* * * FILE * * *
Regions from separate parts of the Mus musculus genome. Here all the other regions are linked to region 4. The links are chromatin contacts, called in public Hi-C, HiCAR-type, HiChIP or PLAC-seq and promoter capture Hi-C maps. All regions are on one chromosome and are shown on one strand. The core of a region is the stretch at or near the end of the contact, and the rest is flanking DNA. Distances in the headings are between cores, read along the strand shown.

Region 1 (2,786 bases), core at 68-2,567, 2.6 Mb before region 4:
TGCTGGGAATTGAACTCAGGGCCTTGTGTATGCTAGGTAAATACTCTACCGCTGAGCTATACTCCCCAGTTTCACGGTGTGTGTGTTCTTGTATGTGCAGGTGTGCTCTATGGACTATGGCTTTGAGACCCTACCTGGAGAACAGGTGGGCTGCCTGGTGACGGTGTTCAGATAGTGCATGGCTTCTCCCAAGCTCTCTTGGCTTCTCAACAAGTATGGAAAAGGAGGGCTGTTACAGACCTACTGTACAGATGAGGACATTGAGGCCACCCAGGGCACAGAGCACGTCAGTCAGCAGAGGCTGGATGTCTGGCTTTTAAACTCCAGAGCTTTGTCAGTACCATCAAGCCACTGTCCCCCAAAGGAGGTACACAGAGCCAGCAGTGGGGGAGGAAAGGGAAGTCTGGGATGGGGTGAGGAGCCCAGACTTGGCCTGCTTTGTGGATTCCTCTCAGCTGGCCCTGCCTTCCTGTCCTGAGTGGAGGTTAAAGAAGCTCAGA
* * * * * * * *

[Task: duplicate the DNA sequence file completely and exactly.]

Regions from separate parts of the Mus musculus genome. Here all the other regions are linked to region 4. The links are chromatin contacts, called in public Hi-C, HiCAR-type, HiChIP or PLAC-seq and promoter capture Hi-C maps. All regions are on one chromosome and are shown on one strand. The core of a region is the stretch at or near the end of the contact, and the rest is flanking DNA. Distances in the headings are between cores, read along the strand shown.

Region 1 (2,786 bases), core at 68-2,567, 2.6 Mb before region 4:
TGCTGGGAATTGAACTCAGGGCCTTGTGTATGCTAGGTAAATACTCTACCGCTGAGCTATACTCCCCAGTTTCACGGTGTGTGTGTTCTTGTATGTGCAGGTGTGCTCTATGGACTATGGCTTTGAGACCCTACCTGGAGAACAGGTGGGCTGCCTGGTGACGGTGTTCAGATAGTGCATGGCTTCTCCCAAGCTCTCTTGGCTTCTCAACAAGTATGGAAAAGGAGGGCTGTTACAGACCTACTGTACAGATGAGGACATTGAGGCCACCCAGGGCACAGAGCACGTCAGTCAGCAGAGGCTGGATGTCTGGCTTTTAAACTCCAGAGCTTTGTCAGTACCATCAAGCCACTGTCCCCCAAAGGAGGTACACAGAGCCAGCAGTGGGGGAGGAAAGGGAAGTCTGGGATGGGGTGAGGAGCCCAGACTTGGCCTGCTTTGTGGATTCCTCTCAGCTGGCCCTGCCTTCCTGTCCTGAGTGGAGGTTAAAGAAGCTCAGA